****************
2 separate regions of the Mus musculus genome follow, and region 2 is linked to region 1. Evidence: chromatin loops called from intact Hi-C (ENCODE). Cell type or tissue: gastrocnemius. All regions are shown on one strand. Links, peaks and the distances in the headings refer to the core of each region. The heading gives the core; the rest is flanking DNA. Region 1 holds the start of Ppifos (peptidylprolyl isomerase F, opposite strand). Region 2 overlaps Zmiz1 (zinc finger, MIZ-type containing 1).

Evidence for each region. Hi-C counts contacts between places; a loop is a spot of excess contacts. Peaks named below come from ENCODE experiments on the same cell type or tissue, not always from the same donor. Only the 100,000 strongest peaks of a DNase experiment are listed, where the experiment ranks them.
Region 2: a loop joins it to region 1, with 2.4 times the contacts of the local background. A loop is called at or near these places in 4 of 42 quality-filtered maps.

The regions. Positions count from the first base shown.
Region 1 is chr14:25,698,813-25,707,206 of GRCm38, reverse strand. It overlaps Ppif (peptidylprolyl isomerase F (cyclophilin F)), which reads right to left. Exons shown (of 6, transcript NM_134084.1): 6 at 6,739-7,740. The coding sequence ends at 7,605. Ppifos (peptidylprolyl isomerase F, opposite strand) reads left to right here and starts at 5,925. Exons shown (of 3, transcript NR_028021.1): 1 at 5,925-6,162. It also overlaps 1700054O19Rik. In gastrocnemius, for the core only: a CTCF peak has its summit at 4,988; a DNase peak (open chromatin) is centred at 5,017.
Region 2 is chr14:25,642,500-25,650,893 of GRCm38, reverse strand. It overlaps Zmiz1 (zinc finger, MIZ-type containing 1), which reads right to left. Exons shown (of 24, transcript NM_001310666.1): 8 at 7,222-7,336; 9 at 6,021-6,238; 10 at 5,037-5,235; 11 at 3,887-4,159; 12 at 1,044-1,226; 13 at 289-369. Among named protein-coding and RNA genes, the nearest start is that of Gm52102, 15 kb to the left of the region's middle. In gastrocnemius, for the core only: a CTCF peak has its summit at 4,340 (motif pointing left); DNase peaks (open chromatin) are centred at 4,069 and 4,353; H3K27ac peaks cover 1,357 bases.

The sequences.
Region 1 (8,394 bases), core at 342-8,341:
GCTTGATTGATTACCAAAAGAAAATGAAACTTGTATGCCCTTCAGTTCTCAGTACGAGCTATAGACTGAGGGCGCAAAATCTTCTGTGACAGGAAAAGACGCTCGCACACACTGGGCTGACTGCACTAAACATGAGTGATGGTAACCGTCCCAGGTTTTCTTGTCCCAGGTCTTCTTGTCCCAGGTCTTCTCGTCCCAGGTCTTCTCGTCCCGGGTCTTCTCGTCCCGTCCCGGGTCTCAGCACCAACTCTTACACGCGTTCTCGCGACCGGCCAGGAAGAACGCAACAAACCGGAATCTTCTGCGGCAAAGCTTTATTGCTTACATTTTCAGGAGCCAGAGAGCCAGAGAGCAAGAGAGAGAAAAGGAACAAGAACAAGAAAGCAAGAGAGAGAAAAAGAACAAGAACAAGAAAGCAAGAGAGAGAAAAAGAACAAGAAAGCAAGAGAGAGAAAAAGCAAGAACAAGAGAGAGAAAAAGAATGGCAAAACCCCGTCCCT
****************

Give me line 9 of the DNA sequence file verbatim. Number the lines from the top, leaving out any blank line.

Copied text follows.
GCTTGATTGATTACCAAAAGAAAATGAAACTTGTATGCCCTTCAGTTCTCAGTACGAGCTATAGACTGAGGGCGCAAAATCTTCTGTGACAGGAAAAGACGCTCGCACACACTGGGCTGACTGCACTAAACATGAGTGATGGTAACCGTCCCAGGTTTTCTTGTCCCAGGTCTTCTTGTCCCAGGTCTTCTCGTCCCAGGTCTTCTCGTCCCGGGTCTTCTCGTCCCGTCCCGGGTCTCAGCACCAACTCTTACACGCGTTCTCGCGACCGGCCAGGAAGAACGCAACAAACCGGAATCTTCTGCGGCAAAGCTTTATTGCTTACATTTTCAGGAGCCAGAGAGCCAGAGAGCAAGAGAGAGAAAAGGAACAAGAACAAGAAAGCAAGAGAGAGAAAAAGAACAAGAACAAGAAAGCAAGAGAGAGAAAAAGAACAAGAAAGCAAGAGAGAGAAAAAGCAAGAACAAGAGAGAGAAAAAGAATGGCAAAACCCCGTCCCT